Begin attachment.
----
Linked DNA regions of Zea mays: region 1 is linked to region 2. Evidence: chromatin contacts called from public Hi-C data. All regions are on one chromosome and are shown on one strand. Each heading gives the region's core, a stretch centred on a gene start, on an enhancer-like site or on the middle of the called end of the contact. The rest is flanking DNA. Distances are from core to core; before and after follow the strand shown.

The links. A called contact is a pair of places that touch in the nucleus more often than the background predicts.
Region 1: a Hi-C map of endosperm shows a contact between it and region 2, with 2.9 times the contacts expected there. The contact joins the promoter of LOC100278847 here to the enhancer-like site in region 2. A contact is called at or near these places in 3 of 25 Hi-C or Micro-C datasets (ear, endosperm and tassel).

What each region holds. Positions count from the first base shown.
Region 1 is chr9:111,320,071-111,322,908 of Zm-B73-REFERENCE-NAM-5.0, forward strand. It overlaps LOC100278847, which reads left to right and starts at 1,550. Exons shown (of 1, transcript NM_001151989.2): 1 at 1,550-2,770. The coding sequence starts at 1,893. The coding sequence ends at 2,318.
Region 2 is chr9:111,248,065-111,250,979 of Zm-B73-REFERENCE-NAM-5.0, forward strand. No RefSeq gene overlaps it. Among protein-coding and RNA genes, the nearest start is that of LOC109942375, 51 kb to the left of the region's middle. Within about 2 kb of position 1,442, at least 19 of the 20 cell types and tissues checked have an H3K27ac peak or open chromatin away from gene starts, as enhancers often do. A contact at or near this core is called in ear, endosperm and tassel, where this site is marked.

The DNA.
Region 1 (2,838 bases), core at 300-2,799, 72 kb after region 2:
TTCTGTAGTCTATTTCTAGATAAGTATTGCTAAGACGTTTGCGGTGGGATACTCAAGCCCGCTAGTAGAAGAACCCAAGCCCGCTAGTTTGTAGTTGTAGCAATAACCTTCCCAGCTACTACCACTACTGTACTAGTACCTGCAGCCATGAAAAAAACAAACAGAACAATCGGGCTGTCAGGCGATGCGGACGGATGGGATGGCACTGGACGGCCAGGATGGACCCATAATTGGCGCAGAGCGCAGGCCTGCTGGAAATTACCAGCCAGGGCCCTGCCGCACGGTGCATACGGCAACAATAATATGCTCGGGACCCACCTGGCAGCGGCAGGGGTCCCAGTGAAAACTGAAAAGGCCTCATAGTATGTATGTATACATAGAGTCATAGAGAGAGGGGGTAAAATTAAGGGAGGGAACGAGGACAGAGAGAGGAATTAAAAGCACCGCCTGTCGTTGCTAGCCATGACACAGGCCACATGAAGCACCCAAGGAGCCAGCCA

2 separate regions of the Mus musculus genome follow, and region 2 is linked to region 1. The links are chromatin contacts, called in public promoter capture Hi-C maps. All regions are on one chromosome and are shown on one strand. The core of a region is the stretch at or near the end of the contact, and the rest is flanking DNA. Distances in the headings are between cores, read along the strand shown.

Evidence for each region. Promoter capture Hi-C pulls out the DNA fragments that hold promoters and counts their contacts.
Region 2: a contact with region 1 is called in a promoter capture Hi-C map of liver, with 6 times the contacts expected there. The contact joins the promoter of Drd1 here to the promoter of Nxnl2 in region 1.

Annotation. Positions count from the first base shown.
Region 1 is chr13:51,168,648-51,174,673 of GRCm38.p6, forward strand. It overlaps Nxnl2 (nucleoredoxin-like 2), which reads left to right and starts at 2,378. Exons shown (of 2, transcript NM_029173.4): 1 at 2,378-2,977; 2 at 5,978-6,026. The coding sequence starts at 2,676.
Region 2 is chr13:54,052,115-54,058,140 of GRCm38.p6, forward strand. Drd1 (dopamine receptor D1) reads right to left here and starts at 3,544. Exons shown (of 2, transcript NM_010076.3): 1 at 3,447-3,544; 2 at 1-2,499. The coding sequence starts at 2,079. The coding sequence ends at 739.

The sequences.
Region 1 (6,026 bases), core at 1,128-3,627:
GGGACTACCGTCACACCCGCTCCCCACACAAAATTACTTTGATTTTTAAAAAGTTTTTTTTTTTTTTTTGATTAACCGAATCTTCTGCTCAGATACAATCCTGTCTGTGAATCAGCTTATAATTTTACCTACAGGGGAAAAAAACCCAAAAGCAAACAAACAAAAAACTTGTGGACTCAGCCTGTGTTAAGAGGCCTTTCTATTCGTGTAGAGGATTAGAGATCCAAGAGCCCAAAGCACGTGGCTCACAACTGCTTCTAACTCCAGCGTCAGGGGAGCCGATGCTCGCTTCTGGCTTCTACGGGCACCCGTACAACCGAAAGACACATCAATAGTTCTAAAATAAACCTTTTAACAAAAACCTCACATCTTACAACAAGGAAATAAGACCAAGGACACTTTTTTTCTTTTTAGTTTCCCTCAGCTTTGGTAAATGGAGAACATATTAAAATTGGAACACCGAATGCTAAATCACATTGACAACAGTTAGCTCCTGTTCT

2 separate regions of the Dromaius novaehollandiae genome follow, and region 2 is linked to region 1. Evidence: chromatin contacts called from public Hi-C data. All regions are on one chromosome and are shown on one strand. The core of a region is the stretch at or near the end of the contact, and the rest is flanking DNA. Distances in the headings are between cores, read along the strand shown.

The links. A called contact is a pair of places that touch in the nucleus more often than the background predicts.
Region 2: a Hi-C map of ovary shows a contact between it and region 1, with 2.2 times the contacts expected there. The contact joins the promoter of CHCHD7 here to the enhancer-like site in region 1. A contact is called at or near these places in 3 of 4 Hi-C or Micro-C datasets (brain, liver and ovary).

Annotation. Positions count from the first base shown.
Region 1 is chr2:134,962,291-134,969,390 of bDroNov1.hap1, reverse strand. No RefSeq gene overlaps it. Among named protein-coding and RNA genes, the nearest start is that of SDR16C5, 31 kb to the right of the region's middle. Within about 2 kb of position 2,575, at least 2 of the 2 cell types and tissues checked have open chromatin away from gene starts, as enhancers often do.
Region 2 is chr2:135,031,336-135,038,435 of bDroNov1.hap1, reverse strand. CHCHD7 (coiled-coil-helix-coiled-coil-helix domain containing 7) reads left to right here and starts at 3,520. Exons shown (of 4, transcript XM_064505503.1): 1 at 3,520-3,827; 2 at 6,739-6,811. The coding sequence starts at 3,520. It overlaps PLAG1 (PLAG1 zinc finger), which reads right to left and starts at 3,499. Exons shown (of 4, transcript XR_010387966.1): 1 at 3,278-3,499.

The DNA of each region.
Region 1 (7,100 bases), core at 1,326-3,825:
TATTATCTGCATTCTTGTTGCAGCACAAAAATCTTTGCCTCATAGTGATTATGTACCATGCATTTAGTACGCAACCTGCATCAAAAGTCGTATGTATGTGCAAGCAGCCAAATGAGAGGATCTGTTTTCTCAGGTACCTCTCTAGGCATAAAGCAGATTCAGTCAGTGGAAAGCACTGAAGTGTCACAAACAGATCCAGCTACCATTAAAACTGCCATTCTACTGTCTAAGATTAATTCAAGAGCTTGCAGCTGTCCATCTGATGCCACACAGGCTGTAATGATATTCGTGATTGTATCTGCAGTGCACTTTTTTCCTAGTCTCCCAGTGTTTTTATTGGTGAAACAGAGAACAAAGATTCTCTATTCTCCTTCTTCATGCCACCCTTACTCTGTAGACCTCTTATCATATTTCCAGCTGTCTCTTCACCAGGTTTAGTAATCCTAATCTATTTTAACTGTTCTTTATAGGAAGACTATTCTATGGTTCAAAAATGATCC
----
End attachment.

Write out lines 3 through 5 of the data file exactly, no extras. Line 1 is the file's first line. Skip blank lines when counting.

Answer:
Region 1: a Hi-C map of endosperm shows a contact between it and region 2, with 2.9 times the contacts expected there. The contact joins the promoter of LOC100278847 here to the enhancer-like site in region 2. A contact is called at or near these places in 3 of 25 Hi-C or Micro-C datasets (ear, endosperm and tassel).

What each region holds. Positions count from the first base shown.
Region 1 is chr9:111,320,071-111,322,908 of Zm-B73-REFERENCE-NAM-5.0, forward strand. It overlaps LOC100278847, which reads left to right and starts at 1,550. Exons shown (of 1, transcript NM_001151989.2): 1 at 1,550-2,770. The coding sequence starts at 1,893. The coding sequence ends at 2,318.